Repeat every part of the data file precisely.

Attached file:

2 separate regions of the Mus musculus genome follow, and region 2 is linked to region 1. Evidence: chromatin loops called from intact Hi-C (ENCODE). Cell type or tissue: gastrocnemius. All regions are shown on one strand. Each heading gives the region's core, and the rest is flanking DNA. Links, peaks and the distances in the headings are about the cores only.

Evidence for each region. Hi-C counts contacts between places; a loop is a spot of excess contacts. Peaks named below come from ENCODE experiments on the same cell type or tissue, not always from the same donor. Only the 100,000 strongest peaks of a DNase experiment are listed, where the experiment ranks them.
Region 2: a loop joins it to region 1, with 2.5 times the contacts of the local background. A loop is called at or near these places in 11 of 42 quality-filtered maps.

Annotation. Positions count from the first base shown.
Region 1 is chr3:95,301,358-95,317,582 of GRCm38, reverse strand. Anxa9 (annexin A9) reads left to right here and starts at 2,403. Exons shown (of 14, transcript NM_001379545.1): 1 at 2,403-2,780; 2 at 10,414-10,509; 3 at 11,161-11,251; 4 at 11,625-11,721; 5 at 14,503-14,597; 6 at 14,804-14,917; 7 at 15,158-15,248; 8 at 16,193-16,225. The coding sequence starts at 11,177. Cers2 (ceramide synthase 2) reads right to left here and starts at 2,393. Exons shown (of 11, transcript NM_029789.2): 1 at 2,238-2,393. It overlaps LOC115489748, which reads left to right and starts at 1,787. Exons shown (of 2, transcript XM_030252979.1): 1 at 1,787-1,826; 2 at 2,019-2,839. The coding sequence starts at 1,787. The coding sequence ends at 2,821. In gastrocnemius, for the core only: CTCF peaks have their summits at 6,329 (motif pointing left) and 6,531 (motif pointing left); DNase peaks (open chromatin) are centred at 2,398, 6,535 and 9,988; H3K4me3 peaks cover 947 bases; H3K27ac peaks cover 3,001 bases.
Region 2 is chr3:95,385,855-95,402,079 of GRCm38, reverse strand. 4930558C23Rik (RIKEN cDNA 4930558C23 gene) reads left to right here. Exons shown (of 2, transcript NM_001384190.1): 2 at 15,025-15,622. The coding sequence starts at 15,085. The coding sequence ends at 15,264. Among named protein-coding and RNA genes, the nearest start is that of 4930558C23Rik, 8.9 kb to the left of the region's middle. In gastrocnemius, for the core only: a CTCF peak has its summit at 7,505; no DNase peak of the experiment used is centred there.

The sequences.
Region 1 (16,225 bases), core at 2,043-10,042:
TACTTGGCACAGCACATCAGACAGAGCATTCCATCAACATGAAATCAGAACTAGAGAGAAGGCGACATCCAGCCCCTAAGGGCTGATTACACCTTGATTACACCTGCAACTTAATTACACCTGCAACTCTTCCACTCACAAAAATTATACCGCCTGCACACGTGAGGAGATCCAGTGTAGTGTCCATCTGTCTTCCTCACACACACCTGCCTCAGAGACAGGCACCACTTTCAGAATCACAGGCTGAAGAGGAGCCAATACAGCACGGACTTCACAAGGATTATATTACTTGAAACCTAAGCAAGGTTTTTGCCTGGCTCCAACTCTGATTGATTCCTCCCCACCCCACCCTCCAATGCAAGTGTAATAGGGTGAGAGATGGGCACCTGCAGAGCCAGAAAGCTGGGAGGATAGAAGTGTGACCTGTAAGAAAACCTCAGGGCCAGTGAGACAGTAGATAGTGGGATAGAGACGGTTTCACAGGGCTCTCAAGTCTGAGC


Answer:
2 separate regions of the Mus musculus genome follow, and region 2 is linked to region 1. Evidence: chromatin loops called from intact Hi-C (ENCODE). Cell type or tissue: gastrocnemius. All regions are shown on one strand. Each heading gives the region's core, and the rest is flanking DNA. Links, peaks and the distances in the headings are about the cores only.

Evidence for each region. Hi-C counts contacts between places; a loop is a spot of excess contacts. Peaks named below come from ENCODE experiments on the same cell type or tissue, not always from the same donor. Only the 100,000 strongest peaks of a DNase experiment are listed, where the experiment ranks them.
Region 2: a loop joins it to region 1, with 2.5 times the contacts of the local background. A loop is called at or near these places in 11 of 42 quality-filtered maps.

Annotation. Positions count from the first base shown.
Region 1 is chr3:95,301,358-95,317,582 of GRCm38, reverse strand. Anxa9 (annexin A9) reads left to right here and starts at 2,403. Exons shown (of 14, transcript NM_001379545.1): 1 at 2,403-2,780; 2 at 10,414-10,509; 3 at 11,161-11,251; 4 at 11,625-11,721; 5 at 14,503-14,597; 6 at 14,804-14,917; 7 at 15,158-15,248; 8 at 16,193-16,225. The coding sequence starts at 11,177. Cers2 (ceramide synthase 2) reads right to left here and starts at 2,393. Exons shown (of 11, transcript NM_029789.2): 1 at 2,238-2,393. It overlaps LOC115489748, which reads left to right and starts at 1,787. Exons shown (of 2, transcript XM_030252979.1): 1 at 1,787-1,826; 2 at 2,019-2,839. The coding sequence starts at 1,787. The coding sequence ends at 2,821. In gastrocnemius, for the core only: CTCF peaks have their summits at 6,329 (motif pointing left) and 6,531 (motif pointing left); DNase peaks (open chromatin) are centred at 2,398, 6,535 and 9,988; H3K4me3 peaks cover 947 bases; H3K27ac peaks cover 3,001 bases.
Region 2 is chr3:95,385,855-95,402,079 of GRCm38, reverse strand. 4930558C23Rik (RIKEN cDNA 4930558C23 gene) reads left to right here. Exons shown (of 2, transcript NM_001384190.1): 2 at 15,025-15,622. The coding sequence starts at 15,085. The coding sequence ends at 15,264. Among named protein-coding and RNA genes, the nearest start is that of 4930558C23Rik, 8.9 kb to the left of the region's middle. In gastrocnemius, for the core only: a CTCF peak has its summit at 7,505; no DNase peak of the experiment used is centred there.

The sequences.
Region 1 (16,225 bases), core at 2,043-10,042:
TACTTGGCACAGCACATCAGACAGAGCATTCCATCAACATGAAATCAGAACTAGAGAGAAGGCGACATCCAGCCCCTAAGGGCTGATTACACCTTGATTACACCTGCAACTTAATTACACCTGCAACTCTTCCACTCACAAAAATTATACCGCCTGCACACGTGAGGAGATCCAGTGTAGTGTCCATCTGTCTTCCTCACACACACCTGCCTCAGAGACAGGCACCACTTTCAGAATCACAGGCTGAAGAGGAGCCAATACAGCACGGACTTCACAAGGATTATATTACTTGAAACCTAAGCAAGGTTTTTGCCTGGCTCCAACTCTGATTGATTCCTCCCCACCCCACCCTCCAATGCAAGTGTAATAGGGTGAGAGATGGGCACCTGCAGAGCCAGAAAGCTGGGAGGATAGAAGTGTGACCTGTAAGAAAACCTCAGGGCCAGTGAGACAGTAGATAGTGGGATAGAGACGGTTTCACAGGGCTCTCAAGTCTGAGC